Moore refuses to concede after Jones certified winner

Roy MooreRoy Stewart MooreEx-Sheriff David Clarke describes how he would have stopped anti-fascists in 1930s Germany on 'Who is America' The Hill's Morning Report — Trump to GOP: I will carry you GOP strategist: Trump will be anchor around Republicans' necks in general election MORE is refusing to concede the Alabama Senate special election, even after Democratic opponent Doug Jones’s victory was made official by the state.

Moore issued a statement on Thursday reiterating his claims that voter fraud caused him to lose the election.

"Election fraud experts across the country have agreed that this was a fraudulent election,” Moore said in his statement. "I’ve had to fight not only the Democrats but also the Republican Senate Leadership Fund and over $50 million in opposition spending from the Washington establishment.”

Alabama officials certified Jones’s victory earlier Thursday, despite Moore’s claims of voter fraud.

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Moore filed a last-minute complaint late Wednesday attempting to block officials from certifying the results, but a judge rejected the challenge. Alabama Secretary of State John Merrill told CNN that his office had fully investigated the voter fraud allegations.

Moore lost to Jones earlier this month by about 1.5 points after a campaign that brought national attention for months before the Dec. 12 special election.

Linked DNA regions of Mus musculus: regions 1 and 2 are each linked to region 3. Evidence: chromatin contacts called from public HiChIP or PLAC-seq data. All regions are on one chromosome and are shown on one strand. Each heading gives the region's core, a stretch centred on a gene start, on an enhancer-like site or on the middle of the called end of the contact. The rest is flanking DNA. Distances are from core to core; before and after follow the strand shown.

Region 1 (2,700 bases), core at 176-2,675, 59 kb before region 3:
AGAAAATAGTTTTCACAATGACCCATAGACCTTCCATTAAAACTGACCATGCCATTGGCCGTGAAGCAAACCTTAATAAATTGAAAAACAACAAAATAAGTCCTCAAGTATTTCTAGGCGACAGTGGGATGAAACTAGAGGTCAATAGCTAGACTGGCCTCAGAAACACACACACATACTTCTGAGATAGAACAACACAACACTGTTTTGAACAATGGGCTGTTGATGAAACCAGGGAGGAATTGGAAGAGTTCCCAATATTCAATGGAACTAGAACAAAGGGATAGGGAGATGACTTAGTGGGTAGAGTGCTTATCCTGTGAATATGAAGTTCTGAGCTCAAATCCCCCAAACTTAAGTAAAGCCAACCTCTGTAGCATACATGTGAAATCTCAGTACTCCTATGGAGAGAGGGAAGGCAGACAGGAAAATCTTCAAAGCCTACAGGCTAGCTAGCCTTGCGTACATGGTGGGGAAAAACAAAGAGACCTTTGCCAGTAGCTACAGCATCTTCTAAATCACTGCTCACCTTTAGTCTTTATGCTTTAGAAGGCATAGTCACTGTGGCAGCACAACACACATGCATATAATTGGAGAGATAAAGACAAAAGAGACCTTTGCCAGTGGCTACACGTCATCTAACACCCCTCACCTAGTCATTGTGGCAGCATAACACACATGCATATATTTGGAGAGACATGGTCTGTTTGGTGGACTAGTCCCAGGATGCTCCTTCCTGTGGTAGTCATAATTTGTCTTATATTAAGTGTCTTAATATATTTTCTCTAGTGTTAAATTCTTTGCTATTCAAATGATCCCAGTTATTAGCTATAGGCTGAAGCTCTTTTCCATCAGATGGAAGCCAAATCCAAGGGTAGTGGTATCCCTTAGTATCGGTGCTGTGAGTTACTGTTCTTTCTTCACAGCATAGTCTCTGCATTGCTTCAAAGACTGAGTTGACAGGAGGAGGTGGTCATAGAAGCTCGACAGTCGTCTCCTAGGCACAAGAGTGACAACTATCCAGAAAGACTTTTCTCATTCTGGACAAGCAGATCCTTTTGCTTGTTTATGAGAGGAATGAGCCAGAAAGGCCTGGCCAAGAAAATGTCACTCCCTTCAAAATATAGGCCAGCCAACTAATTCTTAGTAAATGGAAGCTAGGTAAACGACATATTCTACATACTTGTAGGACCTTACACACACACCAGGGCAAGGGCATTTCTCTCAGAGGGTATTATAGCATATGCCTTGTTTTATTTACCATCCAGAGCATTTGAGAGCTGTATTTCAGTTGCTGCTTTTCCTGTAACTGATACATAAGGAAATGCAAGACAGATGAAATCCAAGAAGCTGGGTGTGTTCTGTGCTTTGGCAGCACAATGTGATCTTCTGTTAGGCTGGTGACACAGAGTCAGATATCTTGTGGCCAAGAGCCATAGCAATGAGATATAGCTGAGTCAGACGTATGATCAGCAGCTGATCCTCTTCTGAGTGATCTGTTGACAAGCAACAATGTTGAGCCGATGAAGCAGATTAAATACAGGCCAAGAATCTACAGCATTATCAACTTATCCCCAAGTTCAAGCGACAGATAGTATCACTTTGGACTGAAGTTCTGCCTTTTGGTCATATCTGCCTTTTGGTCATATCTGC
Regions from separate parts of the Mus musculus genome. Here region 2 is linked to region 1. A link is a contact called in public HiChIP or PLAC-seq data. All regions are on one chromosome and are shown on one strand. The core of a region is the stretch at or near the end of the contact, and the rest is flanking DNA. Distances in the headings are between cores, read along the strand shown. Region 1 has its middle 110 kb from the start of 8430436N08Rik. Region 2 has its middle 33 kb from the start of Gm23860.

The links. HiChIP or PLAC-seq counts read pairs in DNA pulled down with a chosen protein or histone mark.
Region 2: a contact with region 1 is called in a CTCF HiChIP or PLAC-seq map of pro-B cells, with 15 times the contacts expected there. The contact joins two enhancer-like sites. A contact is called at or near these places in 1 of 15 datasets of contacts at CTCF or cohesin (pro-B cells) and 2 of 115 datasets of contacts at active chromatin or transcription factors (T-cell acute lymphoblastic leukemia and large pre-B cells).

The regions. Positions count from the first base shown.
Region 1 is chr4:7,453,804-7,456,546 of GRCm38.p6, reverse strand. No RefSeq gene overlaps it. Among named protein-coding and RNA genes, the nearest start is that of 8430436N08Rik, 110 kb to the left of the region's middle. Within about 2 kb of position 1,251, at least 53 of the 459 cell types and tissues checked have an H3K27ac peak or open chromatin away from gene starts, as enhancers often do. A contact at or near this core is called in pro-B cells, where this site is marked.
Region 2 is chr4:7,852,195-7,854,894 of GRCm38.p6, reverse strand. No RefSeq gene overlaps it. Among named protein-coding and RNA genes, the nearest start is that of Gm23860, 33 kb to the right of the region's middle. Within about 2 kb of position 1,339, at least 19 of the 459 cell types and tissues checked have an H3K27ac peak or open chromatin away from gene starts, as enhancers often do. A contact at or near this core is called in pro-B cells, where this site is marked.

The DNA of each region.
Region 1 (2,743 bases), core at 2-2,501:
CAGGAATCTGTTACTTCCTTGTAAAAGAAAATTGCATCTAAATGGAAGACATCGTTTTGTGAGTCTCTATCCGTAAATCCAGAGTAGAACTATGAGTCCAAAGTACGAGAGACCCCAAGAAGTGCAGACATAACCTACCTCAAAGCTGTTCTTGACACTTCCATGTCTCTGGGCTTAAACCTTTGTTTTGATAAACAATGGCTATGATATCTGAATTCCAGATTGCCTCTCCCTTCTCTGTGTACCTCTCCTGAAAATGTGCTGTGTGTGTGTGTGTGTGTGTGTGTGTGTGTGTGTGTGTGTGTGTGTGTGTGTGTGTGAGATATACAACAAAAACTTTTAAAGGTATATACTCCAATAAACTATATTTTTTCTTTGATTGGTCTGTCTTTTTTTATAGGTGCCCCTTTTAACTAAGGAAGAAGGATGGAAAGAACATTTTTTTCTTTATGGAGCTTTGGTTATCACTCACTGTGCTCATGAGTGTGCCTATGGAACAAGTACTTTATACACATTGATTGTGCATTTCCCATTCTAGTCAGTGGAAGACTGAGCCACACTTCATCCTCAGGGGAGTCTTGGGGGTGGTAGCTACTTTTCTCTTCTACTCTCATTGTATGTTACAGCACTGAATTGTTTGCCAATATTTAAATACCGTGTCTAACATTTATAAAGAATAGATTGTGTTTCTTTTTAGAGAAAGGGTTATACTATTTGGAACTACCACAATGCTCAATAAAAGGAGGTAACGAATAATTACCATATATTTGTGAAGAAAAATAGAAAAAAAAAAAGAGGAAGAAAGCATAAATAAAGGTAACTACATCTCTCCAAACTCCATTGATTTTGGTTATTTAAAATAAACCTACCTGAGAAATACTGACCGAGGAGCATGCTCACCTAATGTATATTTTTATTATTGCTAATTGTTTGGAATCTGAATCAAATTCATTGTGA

Moore was the front-runner to fill the Alabama Senate seat vacated by Attorney General Jeff SessionsJefferson (Jeff) Beauregard SessionsSentencing reform deal heats up, pitting Trump against reliable allies Hill.TV poll: 41 percent of Americans want Mueller to wrap up probe before midterms The Hill's Morning Report: Dems have a majority in the Senate (this week) MORE, despite a series of accusations of sexual misconduct, including assault, involving teenage girls in the past. Moore has repeatedly denied the allegations, and he said Thursday that he took a polygraph test after the election that proves the allegations are false.

President TrumpDonald John TrumpBrennan fires new shot at Trump: ‘He’s drunk on power’ Trump aides discussed using security clearance revocations to distract from negative stories: report Trump tried to dissuade Melania from 'Be Best' anti-bullying campaign: report MORE threw his support behind Moore at the last minute, even though other GOP leaders were calling for him to withdraw from the race. 

"I have stood for the truth about God and the Constitution for the people of Alabama,” Moore said in his Thursday statement. "I have no regrets. To God be the glory."